The Dignity in Schools Campaign (DSC) challenges the systemic problem of pushout in our nation's schools and advocates for the human right of every young person to a quality education and to be treated with dignity. The DSC unites parents, youth, advocates and educators to support alternatives to a culture of zero-tolerance, punishment and removal in our schools.
The DSC started in 2006 when local grassroots and advocacy groups fighting to end school pushout came together to share information and strategies and build a common framework for dignity and human rights in our schools. In 2009, we held our first national conference, released the National Resolution for Ending School Pushout, and shared the first draft of a Model School Code based on fundamental human rights principles. In 2010 we held our first annual National Week of Action and our first Days at the Capitol, engaging groups around the country in collective advocacy to impact federal law and policy. In 2011, as our campaign continued to grow, we began a process to develop our membership structures to secure grassroots leadership in the coalition. In 2012 the DSC and the Opportunity to Learn Campaign launched a Moratorium on out-of-school suspensions and the DSC published the Model Code on Education and Dignity.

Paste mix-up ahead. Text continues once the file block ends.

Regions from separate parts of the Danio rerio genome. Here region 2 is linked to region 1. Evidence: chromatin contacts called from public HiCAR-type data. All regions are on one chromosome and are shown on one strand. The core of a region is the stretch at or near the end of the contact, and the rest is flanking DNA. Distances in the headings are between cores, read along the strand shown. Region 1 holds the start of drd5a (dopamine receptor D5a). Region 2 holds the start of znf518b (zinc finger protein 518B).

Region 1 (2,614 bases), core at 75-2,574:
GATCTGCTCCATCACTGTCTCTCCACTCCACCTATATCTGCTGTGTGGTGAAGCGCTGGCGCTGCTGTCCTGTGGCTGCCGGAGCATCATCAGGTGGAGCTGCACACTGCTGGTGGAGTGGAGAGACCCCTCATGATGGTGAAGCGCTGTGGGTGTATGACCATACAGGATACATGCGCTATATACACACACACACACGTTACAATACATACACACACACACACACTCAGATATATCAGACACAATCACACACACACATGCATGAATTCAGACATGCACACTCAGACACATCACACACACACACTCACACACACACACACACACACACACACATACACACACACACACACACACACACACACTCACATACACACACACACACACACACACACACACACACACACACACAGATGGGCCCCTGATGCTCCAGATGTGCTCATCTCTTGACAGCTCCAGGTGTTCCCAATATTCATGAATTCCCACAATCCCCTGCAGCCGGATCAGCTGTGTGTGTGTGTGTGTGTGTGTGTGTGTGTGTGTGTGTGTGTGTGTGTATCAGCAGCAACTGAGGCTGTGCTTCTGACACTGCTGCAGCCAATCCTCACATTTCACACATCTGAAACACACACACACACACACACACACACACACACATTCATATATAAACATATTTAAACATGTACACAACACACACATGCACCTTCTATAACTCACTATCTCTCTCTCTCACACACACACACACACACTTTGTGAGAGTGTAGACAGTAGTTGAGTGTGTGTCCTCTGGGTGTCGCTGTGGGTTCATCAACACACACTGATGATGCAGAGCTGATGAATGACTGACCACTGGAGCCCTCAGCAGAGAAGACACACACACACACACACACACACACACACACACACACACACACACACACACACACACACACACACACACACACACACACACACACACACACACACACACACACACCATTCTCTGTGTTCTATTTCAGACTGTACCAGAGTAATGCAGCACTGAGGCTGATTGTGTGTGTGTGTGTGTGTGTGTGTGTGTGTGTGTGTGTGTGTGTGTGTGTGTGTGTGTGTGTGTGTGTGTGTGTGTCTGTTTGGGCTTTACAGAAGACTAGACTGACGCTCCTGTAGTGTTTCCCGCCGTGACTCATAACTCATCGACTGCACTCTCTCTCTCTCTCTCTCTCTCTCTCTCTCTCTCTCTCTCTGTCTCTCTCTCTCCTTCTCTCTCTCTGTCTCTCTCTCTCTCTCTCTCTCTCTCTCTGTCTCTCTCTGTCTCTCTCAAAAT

The DSC has now grown into a multi-stakeholder coalition made up of youth, parents, educators, grassroots groups, and policy and legal advocacy groups, which strives to ensure that those most affected by the education system and school pushout are at the center of our work and leadership structures. DSC’s Membership is structured to create a space for all to both contribute to the work and to benefit from the collective advancements of the coalition and local successes of its members.
What is School Pushout?